Copenhagen signatories submit pledges, reveal fear of commitment

Barack Obama in Copenhagen.

Barack Obama in Copenhagen.

Fifty-five nations have attached formal emissions targets to the Copenhagen Accord, the United Nations reported today. But most nations, including the U.S., are hedging their pledges:

“In the range of 17 percent,” reads the U.S. commitment now attached to the Copenhagen Accord, “in conformity with anticipated U.S. energy and climate legislation, recognizing that the final target will be reported to the Secretariat in light of enacted legislation.”

The nations that submitted pledges by yesterday’s deadline represent 78 percent of global emissions of greenhouse gases. Only ten bodies, including the  27-nation European Union, submitted hard targets, what the UN calls “quantified economy-wide emissions targets.” Many of them also hedged on their 2020 commitments:

• For example, Australia pledged to reduce its emissions by 5 percent to 25 percent by 2020, depending on the strength of the commitments made by the rest of the world.

• Canada pledged to reduce its emissions 17 percent “to be aligned with the final economy-wide emissions target of the United States in enacted legislation.”

• The European Union is aiming for a 20 percent reduction unless the rest of the world gets its act together, in which case, “the EU reiterates its conditional offer to move to a 30 percent reduction by 2020 compared to 1990 levels, provided that other developed countries commit themselves to comparable emission reductions and that developing countries contribute adequately according to their responsibilities and respective capabilities.”

• Likewise, Norway promised 30 percent, but will bump it to 40 percent if the rest of the world gets serious.

• New Zealand promised 10 to 20 percent cuts, but only if a series of conditions are met, including comparable cuts by other countries and access to a broad and efficient international carbon market.

Kazakhstan, on the other hand, pledged an unequivocal 15 percent cut.

Many other nations pledged mitigation actions instead of hard targets, including the world’s largest polluter, China. Notice the crucial worlds “per unit of GDP” in China’s language:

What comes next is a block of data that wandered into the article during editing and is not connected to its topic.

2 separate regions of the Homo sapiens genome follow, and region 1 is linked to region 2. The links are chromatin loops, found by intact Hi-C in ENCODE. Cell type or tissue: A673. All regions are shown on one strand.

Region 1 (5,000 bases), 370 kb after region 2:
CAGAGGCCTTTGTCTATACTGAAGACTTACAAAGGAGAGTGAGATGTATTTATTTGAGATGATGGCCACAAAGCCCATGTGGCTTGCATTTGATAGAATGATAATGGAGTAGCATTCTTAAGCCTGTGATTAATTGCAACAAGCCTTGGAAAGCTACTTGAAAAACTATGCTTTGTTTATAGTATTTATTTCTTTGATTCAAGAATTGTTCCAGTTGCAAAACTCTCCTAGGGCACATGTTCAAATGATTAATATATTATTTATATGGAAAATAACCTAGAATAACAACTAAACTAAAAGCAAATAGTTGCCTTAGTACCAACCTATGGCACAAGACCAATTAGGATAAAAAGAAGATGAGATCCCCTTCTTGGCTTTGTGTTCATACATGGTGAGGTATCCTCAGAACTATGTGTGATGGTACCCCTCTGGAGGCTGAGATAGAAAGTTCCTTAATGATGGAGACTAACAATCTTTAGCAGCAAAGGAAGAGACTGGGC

“China will endeavor to lower its carbon dioxide emissions per unit of GDP by 40-45 percent by 2020 compared to the 2005 level, increase the share of non-fossil fuels in primary energy consumption to around 15 percent by 2020 and increase forest coverage by 40 million hectares and forest stock volume by 1.3 billion cubic meters by 2020 from the 2005 levels.”

Because China’s GDP is growing rapidly, these cuts are expected to flatten rather than reduce emissions and may even result in a slight increase.

Brazil submitted a list of reforms to its forestry and agriculture practices which it said will result in a 36 to 39 percent reduction in emissions.

The only surprise in the language from the U.S. is the firm attachment of the U.S. target to climate legislation. The Administration retains the power to enact emissions cuts through regulation, using the Clean Air Act.

Since the Copenhagen Climate Talks reached their dramatic and much debated close on Dec. 20, the Democrats have lost a seat in the U.S. Senate, dimming prospects for a climate bill. The commitment reported to the United Nations Framework on Climate Change echoes the language used by Administration officials during the conference last month, but without the optimism they once attached to it:

“I’m confident that America will fulfill the commitments that we have made,” Obama said in Copenhagen Dec. 18, “cutting our emissions in the range of 17 percent by 2020, and by more than 80 percent by 2050 in line with final legislation.”

A day before, Secretary of State Hillary Clinton made the first cut sound even more firm: “First, we have announced our intention to cut our emissions in the range of 17 percent below 2005 levels in 2020 and ultimately in line with final climate and energy legislation.”

A footnote on the formal language of the U.S. pledge retains the Administration’s long-term goals: “The pathway set forth in pending legislation would entail a 30 percent reduction in 2025 and a 42 percent reduction in 2030, in line with the goal to reduce emissions 83 percent by 2050.”

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